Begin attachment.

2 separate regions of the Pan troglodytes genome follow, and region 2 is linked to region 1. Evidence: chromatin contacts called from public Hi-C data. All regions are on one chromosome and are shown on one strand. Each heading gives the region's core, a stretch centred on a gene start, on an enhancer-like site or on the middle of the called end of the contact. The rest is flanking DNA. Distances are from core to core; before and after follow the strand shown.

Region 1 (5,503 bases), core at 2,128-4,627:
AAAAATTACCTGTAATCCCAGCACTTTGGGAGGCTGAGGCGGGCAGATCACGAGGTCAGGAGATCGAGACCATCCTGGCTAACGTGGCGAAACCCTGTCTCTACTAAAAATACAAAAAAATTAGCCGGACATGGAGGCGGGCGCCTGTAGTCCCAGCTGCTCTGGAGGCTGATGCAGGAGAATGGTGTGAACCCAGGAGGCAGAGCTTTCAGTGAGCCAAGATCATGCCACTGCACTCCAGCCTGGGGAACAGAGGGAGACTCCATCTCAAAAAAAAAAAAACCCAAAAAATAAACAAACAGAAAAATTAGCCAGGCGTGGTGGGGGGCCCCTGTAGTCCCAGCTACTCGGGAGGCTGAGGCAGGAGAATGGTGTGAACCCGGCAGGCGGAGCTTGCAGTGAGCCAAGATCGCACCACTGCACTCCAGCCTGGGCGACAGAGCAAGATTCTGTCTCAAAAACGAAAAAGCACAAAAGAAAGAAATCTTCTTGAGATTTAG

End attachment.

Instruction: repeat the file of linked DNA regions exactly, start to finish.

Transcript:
2 separate regions of the Pan troglodytes genome follow, and region 2 is linked to region 1. Evidence: chromatin contacts called from public Hi-C data. All regions are on one chromosome and are shown on one strand. Each heading gives the region's core, a stretch centred on a gene start, on an enhancer-like site or on the middle of the called end of the contact. The rest is flanking DNA. Distances are from core to core; before and after follow the strand shown.

Region 1 (5,503 bases), core at 2,128-4,627:
AAAAATTACCTGTAATCCCAGCACTTTGGGAGGCTGAGGCGGGCAGATCACGAGGTCAGGAGATCGAGACCATCCTGGCTAACGTGGCGAAACCCTGTCTCTACTAAAAATACAAAAAAATTAGCCGGACATGGAGGCGGGCGCCTGTAGTCCCAGCTGCTCTGGAGGCTGATGCAGGAGAATGGTGTGAACCCAGGAGGCAGAGCTTTCAGTGAGCCAAGATCATGCCACTGCACTCCAGCCTGGGGAACAGAGGGAGACTCCATCTCAAAAAAAAAAAAACCCAAAAAATAAACAAACAGAAAAATTAGCCAGGCGTGGTGGGGGGCCCCTGTAGTCCCAGCTACTCGGGAGGCTGAGGCAGGAGAATGGTGTGAACCCGGCAGGCGGAGCTTGCAGTGAGCCAAGATCGCACCACTGCACTCCAGCCTGGGCGACAGAGCAAGATTCTGTCTCAAAAACGAAAAAGCACAAAAGAAAGAAATCTTCTTGAGATTTAG